Health and wellness are pretty important these days. With the sweeping changes throughout the world taking a toll on the general population’s minds and bodies, it only makes sense to seek other means to remain healthy. Remaining in good health has numerous benefits, including longer life, better mobility, better life insurance quotes, and retaining strength or memory as you age. Many people also like to take vitamins and other supplements to improve their health. Probiotics are one such supplement that seems to have gained some steam in recent years. So what are these magnificent supplements and how can they help your health? Read on to find out.

What Are Probiotics? 

Let’s kick things off with a quick primer on what probiotics are. Probiotics are live microorganisms that take up residence in your body. They’re considered “good” bacteria—not the kind that causes illness or inflammation. Whether bacteria or yeast, probiotics make up something called the gut microbiome. The gut microbiome is an essential system that helps keep your body functioning normally and healthy. This might be through digesting food or clearing out harmful bacteria. Sometimes they can improve the immune response or boost it. Other times probiotics can function as a way to clean up the system and act as a digestive aid. Since they’re part of the natural order of things, they work within our bodies to help us thrive. 

Probiotic Types

Probiotics are living creatures and are just as varied as any other species. There are several different ones that appear in food and supplements. These include the following strains:

  • Bifidobacterium bifidum
  • Bifidobacterium lactis
  • Bifidobacterium longum
  • Lactobacillus acidophilus
  • Lactobacillus bulgaricus
  • Lactobacillus casei
  • Lactobacillus gasseri
  • Lactobacillus plantarum
  • Enterococcus faecium
  • Saccharomyces boulardii

All strains are labeled by their genus, species, and subspecies. Each has a unique effect, with many of the supplements available today containing either the Bifidobacterium or Lactobacillus strains predominantly. They inhibit the growth of pathogenic microorganisms and help promote a healthier gut through their specific functions.

Uses

If you’ve watched any kind of primetime television throughout the last 20 years, you’ve undoubtedly seen those yogurt commercials touting the benefits of probiotics. Sure, probiotics can be found in some yogurts but there are other ways to use them as well. Buttermilk and some types of milk contain probiotics. It’s kind of a dairy thing, really. You’ll also find them in food like Miso soup and drinks made with soy. Today, it’s not uncommon to find them in yogurts, cereals, granola bars, and even infant formula.  Consider taking probiotic supplements or capsules if you can’t find the right amounts in the food you eat (or simply don’t like to consume fermented dairy products much).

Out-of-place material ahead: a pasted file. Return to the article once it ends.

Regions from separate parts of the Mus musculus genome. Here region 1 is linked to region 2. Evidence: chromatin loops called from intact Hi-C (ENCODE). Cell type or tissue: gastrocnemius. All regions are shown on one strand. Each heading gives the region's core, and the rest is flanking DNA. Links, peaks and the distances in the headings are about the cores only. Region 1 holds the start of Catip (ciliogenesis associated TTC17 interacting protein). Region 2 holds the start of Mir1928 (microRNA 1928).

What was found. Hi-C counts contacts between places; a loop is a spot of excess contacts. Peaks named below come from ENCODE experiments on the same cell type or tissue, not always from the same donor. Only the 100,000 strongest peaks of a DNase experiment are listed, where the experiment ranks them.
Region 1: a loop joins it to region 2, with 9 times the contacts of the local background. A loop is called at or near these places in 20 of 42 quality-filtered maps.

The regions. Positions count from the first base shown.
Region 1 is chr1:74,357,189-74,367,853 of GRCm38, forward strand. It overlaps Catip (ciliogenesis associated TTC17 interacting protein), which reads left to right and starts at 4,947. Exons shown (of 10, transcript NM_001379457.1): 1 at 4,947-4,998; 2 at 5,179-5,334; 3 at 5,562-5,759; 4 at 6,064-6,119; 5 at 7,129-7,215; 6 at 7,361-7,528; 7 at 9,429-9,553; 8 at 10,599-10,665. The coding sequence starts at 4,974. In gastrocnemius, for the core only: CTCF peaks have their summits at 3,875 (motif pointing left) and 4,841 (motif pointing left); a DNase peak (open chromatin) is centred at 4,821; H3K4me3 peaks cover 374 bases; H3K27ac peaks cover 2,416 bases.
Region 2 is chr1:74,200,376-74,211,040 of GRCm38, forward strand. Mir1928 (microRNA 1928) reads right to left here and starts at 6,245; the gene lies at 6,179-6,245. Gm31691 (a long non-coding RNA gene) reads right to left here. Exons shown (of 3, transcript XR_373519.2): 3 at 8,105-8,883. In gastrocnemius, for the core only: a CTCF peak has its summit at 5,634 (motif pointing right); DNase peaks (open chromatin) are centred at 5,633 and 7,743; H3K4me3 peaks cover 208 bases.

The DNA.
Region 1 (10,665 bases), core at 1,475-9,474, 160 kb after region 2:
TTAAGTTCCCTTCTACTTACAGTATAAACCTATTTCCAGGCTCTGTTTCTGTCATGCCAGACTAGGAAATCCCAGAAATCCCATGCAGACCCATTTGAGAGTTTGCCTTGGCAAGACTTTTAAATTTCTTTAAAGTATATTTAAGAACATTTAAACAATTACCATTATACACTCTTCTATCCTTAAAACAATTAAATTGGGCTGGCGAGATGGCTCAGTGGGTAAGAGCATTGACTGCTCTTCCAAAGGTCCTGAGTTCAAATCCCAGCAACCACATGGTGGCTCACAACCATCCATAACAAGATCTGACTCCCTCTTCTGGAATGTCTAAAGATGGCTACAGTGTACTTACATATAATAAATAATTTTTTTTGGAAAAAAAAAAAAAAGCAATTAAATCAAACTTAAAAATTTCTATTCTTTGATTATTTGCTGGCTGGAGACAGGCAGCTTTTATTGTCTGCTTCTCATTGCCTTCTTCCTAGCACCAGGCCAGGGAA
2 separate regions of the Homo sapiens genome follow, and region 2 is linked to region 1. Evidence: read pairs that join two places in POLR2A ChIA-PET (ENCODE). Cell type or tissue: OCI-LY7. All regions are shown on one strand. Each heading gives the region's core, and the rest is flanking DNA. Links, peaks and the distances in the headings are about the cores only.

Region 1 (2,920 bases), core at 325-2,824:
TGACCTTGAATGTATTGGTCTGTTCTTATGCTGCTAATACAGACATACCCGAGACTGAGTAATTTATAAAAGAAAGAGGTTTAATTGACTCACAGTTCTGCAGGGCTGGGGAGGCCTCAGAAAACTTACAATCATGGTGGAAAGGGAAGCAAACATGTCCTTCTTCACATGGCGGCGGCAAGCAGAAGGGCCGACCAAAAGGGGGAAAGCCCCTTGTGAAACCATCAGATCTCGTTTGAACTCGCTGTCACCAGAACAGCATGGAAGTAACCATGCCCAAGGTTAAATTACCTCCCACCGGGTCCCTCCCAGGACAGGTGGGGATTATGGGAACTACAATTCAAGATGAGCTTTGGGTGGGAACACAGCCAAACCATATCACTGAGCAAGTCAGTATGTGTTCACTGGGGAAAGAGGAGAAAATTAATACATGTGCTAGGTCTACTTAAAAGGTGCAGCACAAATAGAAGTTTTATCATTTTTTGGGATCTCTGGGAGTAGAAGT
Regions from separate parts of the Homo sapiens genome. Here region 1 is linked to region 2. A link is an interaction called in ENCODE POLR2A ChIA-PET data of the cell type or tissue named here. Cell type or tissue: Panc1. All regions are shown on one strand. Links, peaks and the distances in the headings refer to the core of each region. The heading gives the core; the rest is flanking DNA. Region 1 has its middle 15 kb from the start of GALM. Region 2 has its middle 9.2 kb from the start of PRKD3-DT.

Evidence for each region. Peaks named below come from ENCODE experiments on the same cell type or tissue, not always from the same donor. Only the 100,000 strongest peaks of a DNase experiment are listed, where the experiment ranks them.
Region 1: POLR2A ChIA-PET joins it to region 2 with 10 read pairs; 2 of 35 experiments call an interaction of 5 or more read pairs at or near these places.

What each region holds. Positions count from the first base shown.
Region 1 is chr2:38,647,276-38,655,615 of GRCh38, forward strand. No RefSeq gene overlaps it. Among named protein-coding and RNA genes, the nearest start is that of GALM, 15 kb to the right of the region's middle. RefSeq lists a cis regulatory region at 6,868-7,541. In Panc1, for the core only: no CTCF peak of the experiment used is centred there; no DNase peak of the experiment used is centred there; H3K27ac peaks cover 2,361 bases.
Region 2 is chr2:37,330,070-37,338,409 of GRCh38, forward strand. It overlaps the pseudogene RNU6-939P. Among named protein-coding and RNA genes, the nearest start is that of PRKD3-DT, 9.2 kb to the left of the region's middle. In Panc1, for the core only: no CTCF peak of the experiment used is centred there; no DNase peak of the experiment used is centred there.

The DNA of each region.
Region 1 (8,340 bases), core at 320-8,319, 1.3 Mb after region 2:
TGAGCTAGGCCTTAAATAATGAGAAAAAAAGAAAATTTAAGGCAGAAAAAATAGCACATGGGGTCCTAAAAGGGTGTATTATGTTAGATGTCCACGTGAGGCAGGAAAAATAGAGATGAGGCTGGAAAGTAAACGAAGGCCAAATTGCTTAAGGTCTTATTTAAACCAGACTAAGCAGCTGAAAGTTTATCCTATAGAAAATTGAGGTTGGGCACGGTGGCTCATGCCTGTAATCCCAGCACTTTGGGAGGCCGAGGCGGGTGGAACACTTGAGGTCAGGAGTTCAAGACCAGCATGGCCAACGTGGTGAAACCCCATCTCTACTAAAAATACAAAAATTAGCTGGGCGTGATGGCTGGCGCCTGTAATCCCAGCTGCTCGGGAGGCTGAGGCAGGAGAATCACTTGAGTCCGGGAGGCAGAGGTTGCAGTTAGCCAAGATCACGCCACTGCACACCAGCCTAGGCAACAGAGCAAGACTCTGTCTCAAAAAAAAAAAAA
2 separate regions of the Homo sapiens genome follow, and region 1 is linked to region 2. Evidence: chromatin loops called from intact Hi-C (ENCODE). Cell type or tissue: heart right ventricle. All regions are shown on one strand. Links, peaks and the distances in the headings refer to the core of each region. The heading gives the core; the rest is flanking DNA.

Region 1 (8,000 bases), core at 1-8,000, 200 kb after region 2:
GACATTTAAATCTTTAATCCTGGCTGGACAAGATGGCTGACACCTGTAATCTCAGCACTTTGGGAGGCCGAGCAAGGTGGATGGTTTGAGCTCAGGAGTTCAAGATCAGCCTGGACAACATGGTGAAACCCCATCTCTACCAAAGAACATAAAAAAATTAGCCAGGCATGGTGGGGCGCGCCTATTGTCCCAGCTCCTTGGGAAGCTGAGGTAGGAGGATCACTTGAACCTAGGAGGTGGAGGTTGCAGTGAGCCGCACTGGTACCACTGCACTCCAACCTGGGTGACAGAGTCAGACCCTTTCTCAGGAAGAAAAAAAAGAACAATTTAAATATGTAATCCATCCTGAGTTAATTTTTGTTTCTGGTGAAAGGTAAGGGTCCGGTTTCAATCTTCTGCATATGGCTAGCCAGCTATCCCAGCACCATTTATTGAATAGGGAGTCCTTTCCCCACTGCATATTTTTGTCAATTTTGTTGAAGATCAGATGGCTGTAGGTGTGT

Benefits

No list of supplement benefits would be complete without the inevitable disclaimer: always speak with your doctor before taking any supplements or making significant changes to your diet. Probiotics have a habit of working their way through your entire system. In the gut, probiotics toil tirelessly to improve immune function, stop hostile bacteria from causing nasty infections, and help your body with its natural digestive processes. Ideally, there will be more good bacteria in your gut microbiome than bad. Occasionally, an imbalance might occur and cause some adverse health effects. That’s when using probiotic supplements can help strengthen your microbiome. Probiotics are regularly used in treating some gut diseases such as Crohn’s disease and irritable bowel syndrome for a reason: they have a profoundly useful effect on attenuating and treating the symptoms of those chronic conditions. Probiotics are also useful for breaking down protein and fat within your digestive tract, making them a worthwhile supplement for a number of conditions.

Possible Side Effects

 

For all their tremendous benefits, most vitamins and supplements can also have potential side effects on the body. It ultimately depends on a number of factors including overall health, weight, age, gender, and the supplement’s nature. Although probiotics can be very positive, there are some possible side effects of using them. Interestingly, these side effects can sometimes point to the effectiveness of probiotics (indicate that the good bacteria are working). Some of the most prevalent ones are acne, bloating, flatulence, diarrhea, gas, cramps, and rashes.  To address this point, many probiotic packages mention the possibility of some minor—and very temporary—side effects like bloating or flatulence. Doctors typically recommend incorporating some exercise, drinking plenty of water, and avoiding alcohol consumption. Probiotics can be quite beneficial, but always pay attention to your health and check with a physician if you’re ever in doubt.